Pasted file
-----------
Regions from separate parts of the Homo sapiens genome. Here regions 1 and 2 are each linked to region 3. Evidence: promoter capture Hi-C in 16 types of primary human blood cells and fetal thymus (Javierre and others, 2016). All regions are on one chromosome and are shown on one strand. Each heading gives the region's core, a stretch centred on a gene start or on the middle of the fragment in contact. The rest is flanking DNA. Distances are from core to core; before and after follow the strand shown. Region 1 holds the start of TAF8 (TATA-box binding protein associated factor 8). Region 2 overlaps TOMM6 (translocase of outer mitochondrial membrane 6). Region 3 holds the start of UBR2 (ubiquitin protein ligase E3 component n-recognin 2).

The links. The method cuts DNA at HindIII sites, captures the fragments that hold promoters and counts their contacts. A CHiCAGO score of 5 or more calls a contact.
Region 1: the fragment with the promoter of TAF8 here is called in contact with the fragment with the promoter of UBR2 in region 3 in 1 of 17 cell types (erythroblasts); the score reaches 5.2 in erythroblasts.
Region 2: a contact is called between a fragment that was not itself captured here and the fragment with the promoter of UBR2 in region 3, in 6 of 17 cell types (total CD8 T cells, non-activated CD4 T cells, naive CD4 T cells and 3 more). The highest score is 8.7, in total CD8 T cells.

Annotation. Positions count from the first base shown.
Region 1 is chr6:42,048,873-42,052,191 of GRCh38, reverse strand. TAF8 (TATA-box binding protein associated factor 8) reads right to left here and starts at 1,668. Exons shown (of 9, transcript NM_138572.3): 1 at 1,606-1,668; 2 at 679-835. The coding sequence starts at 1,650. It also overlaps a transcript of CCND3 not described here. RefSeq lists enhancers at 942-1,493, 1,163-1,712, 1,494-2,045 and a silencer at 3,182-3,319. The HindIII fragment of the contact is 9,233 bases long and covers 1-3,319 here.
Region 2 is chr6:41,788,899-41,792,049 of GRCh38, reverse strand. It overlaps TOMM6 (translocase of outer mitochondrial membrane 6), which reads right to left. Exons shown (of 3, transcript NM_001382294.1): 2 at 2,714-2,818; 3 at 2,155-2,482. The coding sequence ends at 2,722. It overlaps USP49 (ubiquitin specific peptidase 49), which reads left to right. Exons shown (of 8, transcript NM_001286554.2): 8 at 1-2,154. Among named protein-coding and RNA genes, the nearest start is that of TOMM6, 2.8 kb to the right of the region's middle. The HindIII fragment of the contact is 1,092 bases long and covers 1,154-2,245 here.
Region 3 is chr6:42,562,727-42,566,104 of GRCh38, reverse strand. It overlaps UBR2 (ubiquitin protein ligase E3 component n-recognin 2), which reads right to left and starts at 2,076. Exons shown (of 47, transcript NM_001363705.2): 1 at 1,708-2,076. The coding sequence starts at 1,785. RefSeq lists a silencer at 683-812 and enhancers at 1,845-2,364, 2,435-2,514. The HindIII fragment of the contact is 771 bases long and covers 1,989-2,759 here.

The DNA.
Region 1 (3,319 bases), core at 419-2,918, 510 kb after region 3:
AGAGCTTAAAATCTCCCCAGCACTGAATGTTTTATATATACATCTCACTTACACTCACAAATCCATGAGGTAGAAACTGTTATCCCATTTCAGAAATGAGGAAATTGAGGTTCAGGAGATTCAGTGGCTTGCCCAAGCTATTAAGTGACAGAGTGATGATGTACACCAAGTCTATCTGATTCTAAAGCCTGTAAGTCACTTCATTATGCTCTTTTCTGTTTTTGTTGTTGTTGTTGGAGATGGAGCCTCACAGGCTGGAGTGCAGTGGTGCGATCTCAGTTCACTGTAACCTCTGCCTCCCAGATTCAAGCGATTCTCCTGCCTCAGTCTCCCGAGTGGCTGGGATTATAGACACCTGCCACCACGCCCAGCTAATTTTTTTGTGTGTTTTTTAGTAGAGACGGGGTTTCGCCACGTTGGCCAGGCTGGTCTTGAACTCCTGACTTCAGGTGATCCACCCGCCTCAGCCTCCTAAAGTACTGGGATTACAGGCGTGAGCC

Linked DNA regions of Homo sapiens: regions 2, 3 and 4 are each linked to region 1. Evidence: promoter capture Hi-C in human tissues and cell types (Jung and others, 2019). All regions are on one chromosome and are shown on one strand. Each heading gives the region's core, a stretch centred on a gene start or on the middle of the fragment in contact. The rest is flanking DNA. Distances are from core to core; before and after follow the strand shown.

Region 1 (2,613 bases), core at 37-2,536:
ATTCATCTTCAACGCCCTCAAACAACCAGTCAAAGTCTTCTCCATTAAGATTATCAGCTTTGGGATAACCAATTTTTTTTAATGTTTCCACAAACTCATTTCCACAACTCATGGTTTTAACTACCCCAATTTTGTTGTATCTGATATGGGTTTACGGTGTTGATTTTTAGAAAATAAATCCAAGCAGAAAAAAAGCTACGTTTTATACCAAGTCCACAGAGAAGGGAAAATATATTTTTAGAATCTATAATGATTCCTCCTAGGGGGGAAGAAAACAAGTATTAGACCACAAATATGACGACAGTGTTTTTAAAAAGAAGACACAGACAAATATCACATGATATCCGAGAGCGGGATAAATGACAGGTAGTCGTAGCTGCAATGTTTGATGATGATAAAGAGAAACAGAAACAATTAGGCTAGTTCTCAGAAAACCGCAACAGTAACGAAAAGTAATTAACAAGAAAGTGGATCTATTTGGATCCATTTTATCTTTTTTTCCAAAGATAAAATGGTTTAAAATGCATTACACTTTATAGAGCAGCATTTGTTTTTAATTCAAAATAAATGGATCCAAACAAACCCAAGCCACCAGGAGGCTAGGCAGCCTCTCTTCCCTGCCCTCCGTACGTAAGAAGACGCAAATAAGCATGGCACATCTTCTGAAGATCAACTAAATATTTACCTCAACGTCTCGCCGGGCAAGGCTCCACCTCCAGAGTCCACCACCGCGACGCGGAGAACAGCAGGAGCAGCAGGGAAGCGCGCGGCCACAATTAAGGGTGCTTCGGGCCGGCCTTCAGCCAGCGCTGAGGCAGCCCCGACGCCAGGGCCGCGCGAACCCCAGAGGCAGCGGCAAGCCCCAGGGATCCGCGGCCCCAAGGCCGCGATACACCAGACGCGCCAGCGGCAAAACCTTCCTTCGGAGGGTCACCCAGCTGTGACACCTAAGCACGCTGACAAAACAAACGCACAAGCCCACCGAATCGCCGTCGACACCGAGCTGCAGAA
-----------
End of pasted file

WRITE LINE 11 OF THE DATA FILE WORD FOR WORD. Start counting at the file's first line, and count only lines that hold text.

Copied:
AGAGCTTAAAATCTCCCCAGCACTGAATGTTTTATATATACATCTCACTTACACTCACAAATCCATGAGGTAGAAACTGTTATCCCATTTCAGAAATGAGGAAATTGAGGTTCAGGAGATTCAGTGGCTTGCCCAAGCTATTAAGTGACAGAGTGATGATGTACACCAAGTCTATCTGATTCTAAAGCCTGTAAGTCACTTCATTATGCTCTTTTCTGTTTTTGTTGTTGTTGTTGGAGATGGAGCCTCACAGGCTGGAGTGCAGTGGTGCGATCTCAGTTCACTGTAACCTCTGCCTCCCAGATTCAAGCGATTCTCCTGCCTCAGTCTCCCGAGTGGCTGGGATTATAGACACCTGCCACCACGCCCAGCTAATTTTTTTGTGTGTTTTTTAGTAGAGACGGGGTTTCGCCACGTTGGCCAGGCTGGTCTTGAACTCCTGACTTCAGGTGATCCACCCGCCTCAGCCTCCTAAAGTACTGGGATTACAGGCGTGAGCC